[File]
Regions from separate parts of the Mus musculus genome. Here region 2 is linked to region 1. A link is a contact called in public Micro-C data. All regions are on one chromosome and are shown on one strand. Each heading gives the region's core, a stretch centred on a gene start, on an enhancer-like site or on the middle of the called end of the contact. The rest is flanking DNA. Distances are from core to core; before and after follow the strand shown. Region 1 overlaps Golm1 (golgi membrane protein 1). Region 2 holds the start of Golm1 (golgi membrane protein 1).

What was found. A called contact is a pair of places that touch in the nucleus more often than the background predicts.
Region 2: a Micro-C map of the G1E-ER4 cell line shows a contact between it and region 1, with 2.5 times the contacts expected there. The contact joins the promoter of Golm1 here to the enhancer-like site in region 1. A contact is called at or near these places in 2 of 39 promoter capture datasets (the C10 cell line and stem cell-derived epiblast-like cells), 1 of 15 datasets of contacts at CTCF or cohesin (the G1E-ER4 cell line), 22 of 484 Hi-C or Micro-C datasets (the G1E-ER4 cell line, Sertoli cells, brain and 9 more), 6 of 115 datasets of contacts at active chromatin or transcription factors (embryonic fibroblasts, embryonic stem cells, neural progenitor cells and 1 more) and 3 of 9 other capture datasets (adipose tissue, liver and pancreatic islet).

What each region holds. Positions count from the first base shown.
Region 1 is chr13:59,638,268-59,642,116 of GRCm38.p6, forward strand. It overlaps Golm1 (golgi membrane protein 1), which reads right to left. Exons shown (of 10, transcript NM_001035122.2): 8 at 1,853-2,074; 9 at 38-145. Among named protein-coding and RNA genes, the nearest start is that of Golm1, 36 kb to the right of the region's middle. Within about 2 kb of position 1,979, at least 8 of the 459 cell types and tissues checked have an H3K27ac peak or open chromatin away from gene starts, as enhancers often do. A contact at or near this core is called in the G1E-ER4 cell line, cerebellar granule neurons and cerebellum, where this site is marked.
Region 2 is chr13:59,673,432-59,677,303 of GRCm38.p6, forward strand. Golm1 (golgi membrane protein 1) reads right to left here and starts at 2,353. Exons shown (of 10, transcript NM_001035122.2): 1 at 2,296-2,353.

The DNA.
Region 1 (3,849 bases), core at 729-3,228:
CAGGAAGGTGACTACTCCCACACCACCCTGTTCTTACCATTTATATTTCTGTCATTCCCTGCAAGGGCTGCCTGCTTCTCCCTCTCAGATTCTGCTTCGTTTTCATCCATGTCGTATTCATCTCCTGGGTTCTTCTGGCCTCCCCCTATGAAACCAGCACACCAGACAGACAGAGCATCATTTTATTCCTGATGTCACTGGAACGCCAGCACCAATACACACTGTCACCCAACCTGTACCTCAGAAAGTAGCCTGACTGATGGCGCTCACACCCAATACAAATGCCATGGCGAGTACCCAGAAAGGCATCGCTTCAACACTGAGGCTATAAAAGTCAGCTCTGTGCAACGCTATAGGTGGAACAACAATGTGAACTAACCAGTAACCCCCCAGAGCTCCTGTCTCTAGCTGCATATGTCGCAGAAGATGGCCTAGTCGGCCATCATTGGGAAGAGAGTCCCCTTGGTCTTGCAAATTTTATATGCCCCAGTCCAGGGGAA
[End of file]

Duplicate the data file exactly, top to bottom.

Regions from separate parts of the Mus musculus genome. Here region 2 is linked to region 1. A link is a contact called in public Micro-C data. All regions are on one chromosome and are shown on one strand. Each heading gives the region's core, a stretch centred on a gene start, on an enhancer-like site or on the middle of the called end of the contact. The rest is flanking DNA. Distances are from core to core; before and after follow the strand shown. Region 1 overlaps Golm1 (golgi membrane protein 1). Region 2 holds the start of Golm1 (golgi membrane protein 1).

What was found. A called contact is a pair of places that touch in the nucleus more often than the background predicts.
Region 2: a Micro-C map of the G1E-ER4 cell line shows a contact between it and region 1, with 2.5 times the contacts expected there. The contact joins the promoter of Golm1 here to the enhancer-like site in region 1. A contact is called at or near these places in 2 of 39 promoter capture datasets (the C10 cell line and stem cell-derived epiblast-like cells), 1 of 15 datasets of contacts at CTCF or cohesin (the G1E-ER4 cell line), 22 of 484 Hi-C or Micro-C datasets (the G1E-ER4 cell line, Sertoli cells, brain and 9 more), 6 of 115 datasets of contacts at active chromatin or transcription factors (embryonic fibroblasts, embryonic stem cells, neural progenitor cells and 1 more) and 3 of 9 other capture datasets (adipose tissue, liver and pancreatic islet).

What each region holds. Positions count from the first base shown.
Region 1 is chr13:59,638,268-59,642,116 of GRCm38.p6, forward strand. It overlaps Golm1 (golgi membrane protein 1), which reads right to left. Exons shown (of 10, transcript NM_001035122.2): 8 at 1,853-2,074; 9 at 38-145. Among named protein-coding and RNA genes, the nearest start is that of Golm1, 36 kb to the right of the region's middle. Within about 2 kb of position 1,979, at least 8 of the 459 cell types and tissues checked have an H3K27ac peak or open chromatin away from gene starts, as enhancers often do. A contact at or near this core is called in the G1E-ER4 cell line, cerebellar granule neurons and cerebellum, where this site is marked.
Region 2 is chr13:59,673,432-59,677,303 of GRCm38.p6, forward strand. Golm1 (golgi membrane protein 1) reads right to left here and starts at 2,353. Exons shown (of 10, transcript NM_001035122.2): 1 at 2,296-2,353.

The DNA.
Region 1 (3,849 bases), core at 729-3,228:
CAGGAAGGTGACTACTCCCACACCACCCTGTTCTTACCATTTATATTTCTGTCATTCCCTGCAAGGGCTGCCTGCTTCTCCCTCTCAGATTCTGCTTCGTTTTCATCCATGTCGTATTCATCTCCTGGGTTCTTCTGGCCTCCCCCTATGAAACCAGCACACCAGACAGACAGAGCATCATTTTATTCCTGATGTCACTGGAACGCCAGCACCAATACACACTGTCACCCAACCTGTACCTCAGAAAGTAGCCTGACTGATGGCGCTCACACCCAATACAAATGCCATGGCGAGTACCCAGAAAGGCATCGCTTCAACACTGAGGCTATAAAAGTCAGCTCTGTGCAACGCTATAGGTGGAACAACAATGTGAACTAACCAGTAACCCCCCAGAGCTCCTGTCTCTAGCTGCATATGTCGCAGAAGATGGCCTAGTCGGCCATCATTGGGAAGAGAGTCCCCTTGGTCTTGCAAATTTTATATGCCCCAGTCCAGGGGAA